Question: I was told my business might have to report the pay data of my employees soon. Is this a new requirement?

Answer: Yes, there is a new pay reporting requirement in California, but it only applies to employers with 100 or more employees.

California enacted legislation on September 30, 2020 (SB 973) requiring private employers of 100 or more employees (with at least one employee in California) to report pay and hours-worked data by establishment, job category, sex, race, and ethnicity to the Department of Fair Employment and Housing (“DFEH”) by March 31, 2021, and annually thereafter.  Though this is a new reporting requirement for California, the California pay data report closely resembles the federal Equal Employment Opportunity Commission report (EEO-1) that large employers are already familiar with.  An employer must comply if it either employed 100 or more employees in the Snapshot Period chosen by the employer (a single pay period between October 1 and December 31) or regularly employed 100 or more employees during the Reporting Year.

Covered employers must submit the annual report electronically through the DFEH pay data submission portal, available on the DFEH web page.  In the annual report, covered employers must report the number of employees by race, ethnicity, and sex in each of 10 different job categories: Executive or senior level officials and managers; First or mid-level officials and managers; Professionals; Technicians; Sales workers; Administrative support workers; Craft workers; Operatives; Laborers and helpers; and Service workers.  Covered employers must also report pay and hours-worked data by establishment, job category, sex, race, and ethnicity.  Any data submitted that is associated with a specific person or business will be kept confidential and will not be subject to a California Public Records Act request.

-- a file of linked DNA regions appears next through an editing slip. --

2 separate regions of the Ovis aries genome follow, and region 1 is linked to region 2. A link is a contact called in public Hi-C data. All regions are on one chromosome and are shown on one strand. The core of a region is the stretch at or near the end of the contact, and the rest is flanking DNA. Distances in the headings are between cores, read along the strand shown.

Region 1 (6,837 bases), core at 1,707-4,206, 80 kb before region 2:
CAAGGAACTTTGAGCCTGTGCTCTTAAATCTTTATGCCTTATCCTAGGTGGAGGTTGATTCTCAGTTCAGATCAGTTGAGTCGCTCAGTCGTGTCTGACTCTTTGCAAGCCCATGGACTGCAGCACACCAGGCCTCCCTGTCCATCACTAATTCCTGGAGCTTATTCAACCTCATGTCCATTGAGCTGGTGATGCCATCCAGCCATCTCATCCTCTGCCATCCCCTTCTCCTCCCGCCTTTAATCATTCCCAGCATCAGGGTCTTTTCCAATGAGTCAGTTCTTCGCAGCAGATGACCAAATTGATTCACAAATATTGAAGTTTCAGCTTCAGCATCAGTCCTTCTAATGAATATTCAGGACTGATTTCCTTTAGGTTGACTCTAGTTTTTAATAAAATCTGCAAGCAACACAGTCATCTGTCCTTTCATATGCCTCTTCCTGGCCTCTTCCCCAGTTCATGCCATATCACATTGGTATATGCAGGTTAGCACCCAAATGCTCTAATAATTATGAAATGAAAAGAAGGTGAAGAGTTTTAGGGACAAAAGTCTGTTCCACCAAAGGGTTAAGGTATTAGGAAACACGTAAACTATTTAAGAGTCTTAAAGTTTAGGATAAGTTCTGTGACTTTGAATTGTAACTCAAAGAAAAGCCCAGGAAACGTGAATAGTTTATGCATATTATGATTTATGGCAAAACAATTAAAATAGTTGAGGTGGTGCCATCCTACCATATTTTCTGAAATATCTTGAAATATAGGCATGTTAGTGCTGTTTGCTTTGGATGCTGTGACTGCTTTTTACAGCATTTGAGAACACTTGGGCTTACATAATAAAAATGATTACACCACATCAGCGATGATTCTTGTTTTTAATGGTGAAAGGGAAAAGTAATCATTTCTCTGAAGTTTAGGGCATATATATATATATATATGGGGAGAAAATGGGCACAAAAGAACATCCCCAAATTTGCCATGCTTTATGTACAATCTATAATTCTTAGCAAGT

To assist employers with this filing requirement, the DFEH recently established a web page and published answers to a series of frequently asked questions (FAQs) that address topics related to the filing requirement.  In addition to the FAQs, the web page includes a link to the pay reporting portal, a guide to using the portal, and instructions for submission. The portal can be accessed at:

In addition to supplying the DFEH with wage data through this new reporting requirement, SB 973 authorizes the DFEH to enforce the Equal Pay Act, which already prohibits unjustified pay disparities.    If the DFEH has not received a required report by the deadline, it may seek an order requiring the employer to comply with the new pay data reporting requirements, and it will be entitled to recover the costs associated with seeking the order for compliance.  In light of the COVID-19 pandemic, the DFEH will consider an employer’s request that the DFEH defer seeking an order for compliance.  To request a deferral, an employer must submit its request before March 31, 2021, using an electronic form provided on the DFEH web page.  Currently, there are only three reasons for which an employer may request a deferral: lost records due to a natural disaster; a severe economic hardship; and technology or infrastructure changes that must be made to report the required pay data information.  Covered employers who are granted a deferral will only have through April 30, 2021 to file its report with DFEH.

The pay data reporting requirement is complex. Covered employers should promptly prepare for this new requirement.